Is a trade deal with China just around the corner? The White House announced this morning that an “enforceable trade deal” is now in sight after “constructive” talks with China in Shanghai. In a key concession, China has agreed to open its market for more American agricultural imports, which would be a huge win for farmers in the Midwest.
That is, if China gets pinned down to that position:
Update from the White House on the Shanghai talks: “The Chinese side confirmed their commitment to increase purchases of United States agricultural exports. … we expect negotiations on an enforceable trade deal to continue in Washington, D.C., in early September” pic.twitter.com/UkBLUrIapU
— Alayna Treene (@alaynatreene) July 31, 2019
China has “affirmed” this position in the past, too. The trick is getting them to solidly commit to it as part of an overall enforceable trade agreement. That’s a word that appears in the announcement for a reason, hinting that this will be a black-letter clause in the agreement with which China is prepared to comply.
Olivier Knox wants to know whether that compliance will come in the form of national open-market policies, or just waivers granted to individual importers as need arises:
At this point in time, what’s the substance of this “commitment”? China says it’s demand from individual companies (which have applied for exemptions from Chinese tariffs on US ag goods), suggesting it’s not some national position. pic.twitter.com/vog7sBy81k
— Olivier Knox (@OKnox) July 31, 2019
China’s statement at the end of the talks acknowledged discussion on agricultural sales but offered no hint of an agreement on this point. It sounded less optimistic and specific than the White House’s readout too, and included a jab back at Trump over his Twitter threats to walk away from the talks:
“Both sides, according to the consensus reached by the two leaders in Osaka, had a candid, highly effective, constructive and deep exchange on major trade and economic issues of mutual interest,” China’s Commerce Ministry said in a statement shortly after the U.S. team left Shanghai.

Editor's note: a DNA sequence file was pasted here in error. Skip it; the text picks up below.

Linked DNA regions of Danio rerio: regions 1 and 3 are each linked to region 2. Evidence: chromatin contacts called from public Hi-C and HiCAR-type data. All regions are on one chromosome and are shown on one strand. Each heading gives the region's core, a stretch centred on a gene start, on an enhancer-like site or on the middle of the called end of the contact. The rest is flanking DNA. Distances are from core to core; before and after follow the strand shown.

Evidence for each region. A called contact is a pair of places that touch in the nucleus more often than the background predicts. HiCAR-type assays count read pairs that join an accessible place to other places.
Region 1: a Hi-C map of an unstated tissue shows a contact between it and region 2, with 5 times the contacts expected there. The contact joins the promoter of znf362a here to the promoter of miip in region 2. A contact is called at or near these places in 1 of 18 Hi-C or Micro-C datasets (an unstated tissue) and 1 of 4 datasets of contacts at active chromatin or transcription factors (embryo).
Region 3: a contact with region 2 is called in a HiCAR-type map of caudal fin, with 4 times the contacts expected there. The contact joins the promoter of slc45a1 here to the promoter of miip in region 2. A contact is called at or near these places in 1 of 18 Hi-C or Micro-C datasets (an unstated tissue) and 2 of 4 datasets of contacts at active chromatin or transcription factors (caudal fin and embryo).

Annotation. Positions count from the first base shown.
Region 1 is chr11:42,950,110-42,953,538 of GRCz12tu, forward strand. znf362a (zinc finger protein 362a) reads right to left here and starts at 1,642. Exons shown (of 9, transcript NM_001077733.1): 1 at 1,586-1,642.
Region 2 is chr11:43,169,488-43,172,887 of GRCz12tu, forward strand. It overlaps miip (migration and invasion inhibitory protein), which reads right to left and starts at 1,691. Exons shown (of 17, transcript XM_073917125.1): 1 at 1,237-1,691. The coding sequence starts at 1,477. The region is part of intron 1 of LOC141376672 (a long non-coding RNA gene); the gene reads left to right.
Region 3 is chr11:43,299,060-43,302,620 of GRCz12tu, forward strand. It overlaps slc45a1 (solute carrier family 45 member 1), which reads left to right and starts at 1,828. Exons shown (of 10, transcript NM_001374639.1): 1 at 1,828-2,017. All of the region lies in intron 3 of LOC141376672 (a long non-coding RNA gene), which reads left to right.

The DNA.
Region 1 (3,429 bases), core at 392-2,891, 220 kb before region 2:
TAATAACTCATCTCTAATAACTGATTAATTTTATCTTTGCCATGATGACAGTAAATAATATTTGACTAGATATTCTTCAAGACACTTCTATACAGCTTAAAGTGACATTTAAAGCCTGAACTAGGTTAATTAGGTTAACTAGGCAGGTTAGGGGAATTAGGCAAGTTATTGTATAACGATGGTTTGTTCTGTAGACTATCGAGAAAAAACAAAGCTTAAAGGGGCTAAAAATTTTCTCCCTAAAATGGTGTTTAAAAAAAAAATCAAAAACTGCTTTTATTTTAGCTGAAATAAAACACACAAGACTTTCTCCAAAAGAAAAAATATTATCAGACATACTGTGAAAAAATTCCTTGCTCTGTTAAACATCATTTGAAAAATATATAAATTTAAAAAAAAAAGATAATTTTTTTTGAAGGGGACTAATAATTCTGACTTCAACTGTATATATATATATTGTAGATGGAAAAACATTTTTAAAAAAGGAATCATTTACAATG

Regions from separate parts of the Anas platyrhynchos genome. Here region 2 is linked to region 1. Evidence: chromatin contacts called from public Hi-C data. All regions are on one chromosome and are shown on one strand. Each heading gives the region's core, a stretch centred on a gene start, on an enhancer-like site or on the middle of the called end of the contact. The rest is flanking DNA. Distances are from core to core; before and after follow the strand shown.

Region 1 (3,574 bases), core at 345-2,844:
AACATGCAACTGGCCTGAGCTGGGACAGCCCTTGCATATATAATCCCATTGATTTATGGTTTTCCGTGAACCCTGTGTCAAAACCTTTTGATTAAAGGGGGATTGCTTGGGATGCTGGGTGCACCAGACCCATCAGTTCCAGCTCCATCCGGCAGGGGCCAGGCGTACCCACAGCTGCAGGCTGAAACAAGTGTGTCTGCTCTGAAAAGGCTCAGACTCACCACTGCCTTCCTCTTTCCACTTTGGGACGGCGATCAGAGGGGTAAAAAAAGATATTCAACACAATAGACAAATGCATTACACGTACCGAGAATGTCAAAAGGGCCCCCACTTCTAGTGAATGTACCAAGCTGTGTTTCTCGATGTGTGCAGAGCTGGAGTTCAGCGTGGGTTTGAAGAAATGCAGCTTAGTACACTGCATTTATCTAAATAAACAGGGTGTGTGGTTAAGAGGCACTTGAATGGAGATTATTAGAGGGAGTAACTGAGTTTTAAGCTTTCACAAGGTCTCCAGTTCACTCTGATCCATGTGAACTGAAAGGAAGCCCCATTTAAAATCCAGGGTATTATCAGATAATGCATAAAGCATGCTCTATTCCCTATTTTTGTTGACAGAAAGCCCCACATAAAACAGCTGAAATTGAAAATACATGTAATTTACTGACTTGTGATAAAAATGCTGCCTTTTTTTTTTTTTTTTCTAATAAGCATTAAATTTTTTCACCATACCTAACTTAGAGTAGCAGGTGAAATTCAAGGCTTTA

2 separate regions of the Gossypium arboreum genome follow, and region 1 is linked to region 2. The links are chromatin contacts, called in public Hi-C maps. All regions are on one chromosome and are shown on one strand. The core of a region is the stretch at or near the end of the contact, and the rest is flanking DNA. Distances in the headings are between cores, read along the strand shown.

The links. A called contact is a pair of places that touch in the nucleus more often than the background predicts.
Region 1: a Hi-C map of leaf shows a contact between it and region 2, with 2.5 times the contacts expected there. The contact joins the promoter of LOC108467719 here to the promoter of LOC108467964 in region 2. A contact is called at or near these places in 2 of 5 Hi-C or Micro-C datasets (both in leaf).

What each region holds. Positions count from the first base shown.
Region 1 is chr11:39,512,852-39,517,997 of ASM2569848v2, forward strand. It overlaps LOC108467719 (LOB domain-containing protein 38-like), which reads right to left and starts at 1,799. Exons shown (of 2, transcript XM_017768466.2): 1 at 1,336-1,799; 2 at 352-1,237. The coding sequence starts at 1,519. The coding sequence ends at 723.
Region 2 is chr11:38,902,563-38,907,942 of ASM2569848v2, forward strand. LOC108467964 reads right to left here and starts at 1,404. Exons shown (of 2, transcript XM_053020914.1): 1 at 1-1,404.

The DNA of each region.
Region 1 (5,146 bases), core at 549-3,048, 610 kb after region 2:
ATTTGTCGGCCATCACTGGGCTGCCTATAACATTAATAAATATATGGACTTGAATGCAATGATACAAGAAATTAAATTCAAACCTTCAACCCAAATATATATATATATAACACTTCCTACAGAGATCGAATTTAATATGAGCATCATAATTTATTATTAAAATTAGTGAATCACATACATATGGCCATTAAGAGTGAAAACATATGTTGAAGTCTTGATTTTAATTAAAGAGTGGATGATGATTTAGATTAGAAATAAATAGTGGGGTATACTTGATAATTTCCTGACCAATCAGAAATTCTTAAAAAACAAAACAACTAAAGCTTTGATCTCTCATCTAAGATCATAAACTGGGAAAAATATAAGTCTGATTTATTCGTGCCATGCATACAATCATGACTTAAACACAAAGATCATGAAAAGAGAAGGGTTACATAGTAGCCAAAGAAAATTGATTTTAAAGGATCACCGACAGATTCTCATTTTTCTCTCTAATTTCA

The statement said negotiators discussed more Chinese purchases of agricultural products from the United States, which had become a bone of contention after U.S. President Donald Trump said China had not delivered on promised purchases. …
“I believe it doesn’t make any sense for the U.S. to exercise its campaign of maximum pressure at this time,” Hua told a news briefing in response to a question about the tweets.
“It’s pointless to tell others to take medication when you’re the one who is sick,” she said.
As CNBC pointed out, agriculture was not necessarily the toughest conflict to resolve anyway. That was expected to be one of the “goodwill gestures” from the Shanghai meeting, with the real problems yet to be resolved:
The Shanghai talks were expected to centre on “goodwill” gestures, such as Chinese commitments to purchase U.S. agricultural commodities and steps by the United States to ease some sanctions on Chinese telecoms equipment giant Huawei Technologies Co Ltd, a person familiar with the discussions told Reuters earlier.
Those issues are somewhat removed from the more core U.S. complaints in the trade dispute, including Chinese state subsidies, forced technology transfers and intellectual property violations.
That hints at the signals we can expect to see from the US between now and the resumption of talks in September. If the Trump administration backs off on Huawei and other Chinese firms in the tech sector, then the commitment from China is likely more solid than Beijing is hinting at here. If nothing changes, then the “goodwill gestures” didn’t actually materialize, at least not in any significant way.
Trump will have to figure out just how much he wants to play hardball in this fight. China presents perhaps his biggest risk and biggest potential upside in the 2020 election. If he can hammer out an enforceable trade deal with Xi Jinping before the spring, Trump not only gains credibility but also solidifies a high-growth economy heading into the election. If, on the other hand, Trump can’t get a deal, a protracted trade war will eat away at his economic argument — and it will hit the Midwest hardest of all, where Trump’s populist base is critical for his re-election. That’s why Trump needs to promote what may or may not be a completely firm commitment from China to increase ag imports now, to earn some extra time to get the rest of a deal nailed down. That deal had better be coming sooner than later if Trump wants to protect his best argument for another term.
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